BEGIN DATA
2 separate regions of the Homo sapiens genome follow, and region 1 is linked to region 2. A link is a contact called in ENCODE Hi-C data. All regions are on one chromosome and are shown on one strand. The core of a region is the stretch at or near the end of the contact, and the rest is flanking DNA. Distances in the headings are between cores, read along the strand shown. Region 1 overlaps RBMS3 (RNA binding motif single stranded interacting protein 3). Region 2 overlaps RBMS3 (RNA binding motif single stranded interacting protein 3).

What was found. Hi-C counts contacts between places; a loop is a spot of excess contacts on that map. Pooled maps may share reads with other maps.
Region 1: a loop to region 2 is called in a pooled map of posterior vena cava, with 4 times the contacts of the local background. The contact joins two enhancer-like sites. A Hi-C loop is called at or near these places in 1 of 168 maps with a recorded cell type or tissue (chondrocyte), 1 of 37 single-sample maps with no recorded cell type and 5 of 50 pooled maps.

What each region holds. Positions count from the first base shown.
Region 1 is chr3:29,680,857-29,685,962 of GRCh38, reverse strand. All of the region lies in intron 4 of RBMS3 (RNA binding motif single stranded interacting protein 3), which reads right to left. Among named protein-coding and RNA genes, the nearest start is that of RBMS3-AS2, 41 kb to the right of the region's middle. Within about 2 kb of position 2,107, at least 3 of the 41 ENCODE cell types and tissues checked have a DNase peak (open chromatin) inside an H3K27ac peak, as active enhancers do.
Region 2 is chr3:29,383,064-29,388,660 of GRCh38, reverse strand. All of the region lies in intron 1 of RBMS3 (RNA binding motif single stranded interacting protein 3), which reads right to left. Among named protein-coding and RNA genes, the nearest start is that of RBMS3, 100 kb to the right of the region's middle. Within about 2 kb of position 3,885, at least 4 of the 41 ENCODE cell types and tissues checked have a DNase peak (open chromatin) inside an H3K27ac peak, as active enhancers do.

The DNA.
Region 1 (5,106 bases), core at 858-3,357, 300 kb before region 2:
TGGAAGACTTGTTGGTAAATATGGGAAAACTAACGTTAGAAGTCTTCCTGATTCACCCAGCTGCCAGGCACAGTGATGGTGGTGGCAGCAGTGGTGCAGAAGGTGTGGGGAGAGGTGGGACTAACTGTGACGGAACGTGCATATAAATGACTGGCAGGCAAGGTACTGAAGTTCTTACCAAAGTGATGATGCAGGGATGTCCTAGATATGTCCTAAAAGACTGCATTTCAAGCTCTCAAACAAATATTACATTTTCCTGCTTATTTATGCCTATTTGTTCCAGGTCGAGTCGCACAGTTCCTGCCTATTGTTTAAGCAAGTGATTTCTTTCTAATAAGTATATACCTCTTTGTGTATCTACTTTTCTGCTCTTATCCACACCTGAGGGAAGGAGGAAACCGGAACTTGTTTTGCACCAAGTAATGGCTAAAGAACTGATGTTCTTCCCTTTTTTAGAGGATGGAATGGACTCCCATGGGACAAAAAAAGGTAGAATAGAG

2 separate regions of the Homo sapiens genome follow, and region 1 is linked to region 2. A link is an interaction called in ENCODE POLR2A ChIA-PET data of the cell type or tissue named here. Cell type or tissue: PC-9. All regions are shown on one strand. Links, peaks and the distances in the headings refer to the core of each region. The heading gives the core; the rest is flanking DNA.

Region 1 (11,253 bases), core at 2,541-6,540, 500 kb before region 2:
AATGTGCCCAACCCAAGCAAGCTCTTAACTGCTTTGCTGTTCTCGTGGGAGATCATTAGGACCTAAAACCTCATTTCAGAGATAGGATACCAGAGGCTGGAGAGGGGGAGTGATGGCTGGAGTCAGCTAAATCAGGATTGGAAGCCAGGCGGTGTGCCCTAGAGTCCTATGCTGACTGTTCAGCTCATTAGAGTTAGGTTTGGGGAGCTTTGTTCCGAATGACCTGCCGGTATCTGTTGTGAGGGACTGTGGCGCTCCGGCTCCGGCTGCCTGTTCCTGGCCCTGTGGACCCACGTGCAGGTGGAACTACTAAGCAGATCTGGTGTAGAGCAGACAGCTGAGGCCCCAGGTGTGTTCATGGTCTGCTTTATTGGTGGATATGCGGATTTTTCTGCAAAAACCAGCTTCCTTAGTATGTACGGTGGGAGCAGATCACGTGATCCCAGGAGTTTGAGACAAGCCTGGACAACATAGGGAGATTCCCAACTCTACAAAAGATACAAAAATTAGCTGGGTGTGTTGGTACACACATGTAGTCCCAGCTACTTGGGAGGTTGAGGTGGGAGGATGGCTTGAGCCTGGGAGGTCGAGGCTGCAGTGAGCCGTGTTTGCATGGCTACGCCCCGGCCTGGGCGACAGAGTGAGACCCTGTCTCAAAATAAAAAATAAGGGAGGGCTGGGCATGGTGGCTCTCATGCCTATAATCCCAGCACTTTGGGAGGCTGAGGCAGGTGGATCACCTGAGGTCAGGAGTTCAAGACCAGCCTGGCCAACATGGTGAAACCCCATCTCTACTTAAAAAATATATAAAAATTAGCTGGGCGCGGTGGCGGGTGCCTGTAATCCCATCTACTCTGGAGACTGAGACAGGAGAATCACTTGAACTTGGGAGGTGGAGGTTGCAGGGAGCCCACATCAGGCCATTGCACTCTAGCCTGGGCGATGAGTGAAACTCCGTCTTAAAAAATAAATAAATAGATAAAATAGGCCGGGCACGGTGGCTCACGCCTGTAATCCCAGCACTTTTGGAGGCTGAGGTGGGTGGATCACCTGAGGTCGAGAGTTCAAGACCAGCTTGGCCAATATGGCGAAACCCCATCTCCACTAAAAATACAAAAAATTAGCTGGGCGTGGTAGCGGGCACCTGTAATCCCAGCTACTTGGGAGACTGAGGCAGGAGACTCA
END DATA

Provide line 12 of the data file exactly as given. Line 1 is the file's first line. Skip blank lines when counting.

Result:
AATGTGCCCAACCCAAGCAAGCTCTTAACTGCTTTGCTGTTCTCGTGGGAGATCATTAGGACCTAAAACCTCATTTCAGAGATAGGATACCAGAGGCTGGAGAGGGGGAGTGATGGCTGGAGTCAGCTAAATCAGGATTGGAAGCCAGGCGGTGTGCCCTAGAGTCCTATGCTGACTGTTCAGCTCATTAGAGTTAGGTTTGGGGAGCTTTGTTCCGAATGACCTGCCGGTATCTGTTGTGAGGGACTGTGGCGCTCCGGCTCCGGCTGCCTGTTCCTGGCCCTGTGGACCCACGTGCAGGTGGAACTACTAAGCAGATCTGGTGTAGAGCAGACAGCTGAGGCCCCAGGTGTGTTCATGGTCTGCTTTATTGGTGGATATGCGGATTTTTCTGCAAAAACCAGCTTCCTTAGTATGTACGGTGGGAGCAGATCACGTGATCCCAGGAGTTTGAGACAAGCCTGGACAACATAGGGAGATTCCCAACTCTACAAAAGATACAAAAATTAGCTGGGTGTGTTGGTACACACATGTAGTCCCAGCTACTTGGGAGGTTGAGGTGGGAGGATGGCTTGAGCCTGGGAGGTCGAGGCTGCAGTGAGCCGTGTTTGCATGGCTACGCCCCGGCCTGGGCGACAGAGTGAGACCCTGTCTCAAAATAAAAAATAAGGGAGGGCTGGGCATGGTGGCTCTCATGCCTATAATCCCAGCACTTTGGGAGGCTGAGGCAGGTGGATCACCTGAGGTCAGGAGTTCAAGACCAGCCTGGCCAACATGGTGAAACCCCATCTCTACTTAAAAAATATATAAAAATTAGCTGGGCGCGGTGGCGGGTGCCTGTAATCCCATCTACTCTGGAGACTGAGACAGGAGAATCACTTGAACTTGGGAGGTGGAGGTTGCAGGGAGCCCACATCAGGCCATTGCACTCTAGCCTGGGCGATGAGTGAAACTCCGTCTTAAAAAATAAATAAATAGATAAAATAGGCCGGGCACGGTGGCTCACGCCTGTAATCCCAGCACTTTTGGAGGCTGAGGTGGGTGGATCACCTGAGGTCGAGAGTTCAAGACCAGCTTGGCCAATATGGCGAAACCCCATCTCCACTAAAAATACAAAAAATTAGCTGGGCGTGGTAGCGGGCACCTGTAATCCCAGCTACTTGGGAGACTGAGGCAGGAGACTCA